The December 2011 issue – on sale 1 November

December 2011

Our December issue cover showcases Terence Davies’ first fiction feature since The House of Mirth in 2000: his striking adaptation of Terence Rattigan’s play The Deep Blue Sea.

Set in a 1950 London still recovering from the trauma of war, it stars Rachel Weisz as the woman who discovers a profoundly sexual love and abandons her husband.

It’s been 11 long years in the wilderness for Davies, apart from his documentary Of Time and the City; this new film marks a triumphant return to drama, and has already received loud acclaim at the San Sebastian, Toronto and London film festivals. “The Rattigan Trust told me, after I’d done a first tentative draft, ‘Be radical!’,” he tells Geoff Andrew. “So I was.”

As well as revealing interviews with Davies, male lead Tom Hiddleston and DP Florian Hoffmeister, we’ve some privileged behind-the-scenes reportage courtesy of our editor Nick James, who was an extra in Davies’ trademark pub-singalong scenes.

’Tis the season for revisionist takes on classics of British fiction, it seems. Andrea Arnold, director of hard-edged contemporary fare such as Fish Tank and Red Road, adapts Emily Brontë’s Wuthering Heights for her third film in a manner that might cause purists some consternation, with a black Heathcliff, lots of swearing, sex and violence…

Amy Raphael has the lowdown, and finds the film “brutal, violent and – at times – formidable.” But the film’s real glory, as Raphael acknowledges, is the cinematography, which finesses a raw poetry entirely in keeping with Brontë’s vision of wild love on the moors. “DP Robbie Ryan’s cinematography is so poetic it almost steal the film. His imagery captures perfectly the heightened physicality of Cathy’s longing for a boy as alienated and isolated as herself.”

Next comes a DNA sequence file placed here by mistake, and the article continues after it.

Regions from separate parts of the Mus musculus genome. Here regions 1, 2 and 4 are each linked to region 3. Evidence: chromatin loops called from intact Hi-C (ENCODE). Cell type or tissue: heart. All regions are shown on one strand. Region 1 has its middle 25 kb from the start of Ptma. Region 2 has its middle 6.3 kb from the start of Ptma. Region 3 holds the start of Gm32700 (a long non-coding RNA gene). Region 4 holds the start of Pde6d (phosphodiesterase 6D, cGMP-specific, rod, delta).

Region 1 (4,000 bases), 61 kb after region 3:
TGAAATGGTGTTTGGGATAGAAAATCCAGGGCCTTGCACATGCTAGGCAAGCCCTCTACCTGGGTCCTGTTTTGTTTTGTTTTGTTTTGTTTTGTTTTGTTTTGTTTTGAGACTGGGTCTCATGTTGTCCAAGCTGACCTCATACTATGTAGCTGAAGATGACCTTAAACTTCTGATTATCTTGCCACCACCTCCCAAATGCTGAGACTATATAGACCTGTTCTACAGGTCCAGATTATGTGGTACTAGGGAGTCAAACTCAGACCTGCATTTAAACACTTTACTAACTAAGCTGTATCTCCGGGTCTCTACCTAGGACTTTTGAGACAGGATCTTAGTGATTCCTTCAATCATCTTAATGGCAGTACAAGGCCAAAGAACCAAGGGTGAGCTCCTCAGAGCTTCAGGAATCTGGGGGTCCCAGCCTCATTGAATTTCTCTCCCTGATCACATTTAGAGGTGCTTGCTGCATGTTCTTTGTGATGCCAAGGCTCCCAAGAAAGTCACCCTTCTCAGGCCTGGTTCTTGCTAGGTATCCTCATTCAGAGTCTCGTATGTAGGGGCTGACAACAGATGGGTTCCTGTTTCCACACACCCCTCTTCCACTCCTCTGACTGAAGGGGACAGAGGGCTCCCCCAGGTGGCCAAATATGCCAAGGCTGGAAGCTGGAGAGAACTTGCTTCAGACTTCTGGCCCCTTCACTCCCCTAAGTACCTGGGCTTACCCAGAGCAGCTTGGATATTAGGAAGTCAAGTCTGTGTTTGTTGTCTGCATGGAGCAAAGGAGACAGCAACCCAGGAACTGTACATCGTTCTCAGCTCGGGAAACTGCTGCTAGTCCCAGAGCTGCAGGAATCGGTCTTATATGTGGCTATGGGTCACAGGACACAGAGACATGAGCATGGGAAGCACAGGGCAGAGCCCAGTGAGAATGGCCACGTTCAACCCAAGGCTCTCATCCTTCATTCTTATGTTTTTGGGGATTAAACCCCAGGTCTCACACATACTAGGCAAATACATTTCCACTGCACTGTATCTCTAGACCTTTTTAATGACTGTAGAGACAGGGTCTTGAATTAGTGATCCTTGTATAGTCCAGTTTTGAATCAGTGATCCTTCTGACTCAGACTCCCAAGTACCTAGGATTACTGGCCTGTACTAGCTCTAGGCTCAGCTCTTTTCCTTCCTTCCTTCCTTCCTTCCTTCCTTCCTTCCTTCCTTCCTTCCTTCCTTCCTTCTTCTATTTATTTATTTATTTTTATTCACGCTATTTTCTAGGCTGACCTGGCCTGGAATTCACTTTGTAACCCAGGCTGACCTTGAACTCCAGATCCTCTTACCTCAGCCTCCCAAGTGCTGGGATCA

We round off our coverage of Arnold’s film with a survey of previous adaptations of Brontë’s masterpiece, including efforts by Bunuel, Rivette, William Wyler and Yoshida Yoshishige.

And it’s not just British literary classics being given the film treatment this month, but also German. Aleksandr Sokurov rounds off his tetralogy of power in thrilling style with a version of Goethe’s Faust, which took the top prize at Venice in September this year. Ian Christie measures Sokurov’s against previous tellings of the Faust tale, places it in the context of Sokurov’s own oeuvre, and comes away impressed. “Faust shows Sokurov at the height of his ambition as a filmmaker… he is surely one of the brightest hopes for believing that cinema can still achieve its full potential as a form of ‘total art’.”

Another German literary classic on film is celebrated in this month’s issue. Restored scenes omitted from Volker Schlöndorff’s original 1979 version of Günther Grass’ surreal, haunted novel The Tin Drum bring a whole new dimension to this picaresque masterpiece of German cinema, believes Geoffrey Macnab. Those extra 20 minutes show “not so much a radical rethink as Schlöndorff clarifying and enlarging the 1979 cut.”

It’ll be interesting to see how this new version of the film goes down in a Germany much-changed since the original was released, and particularly with younger viewers. As Schlöndorff acknowledges, “I have an 18-year-old daughter and I can see in her and her friends maybe the first generation growing up without any guilt.”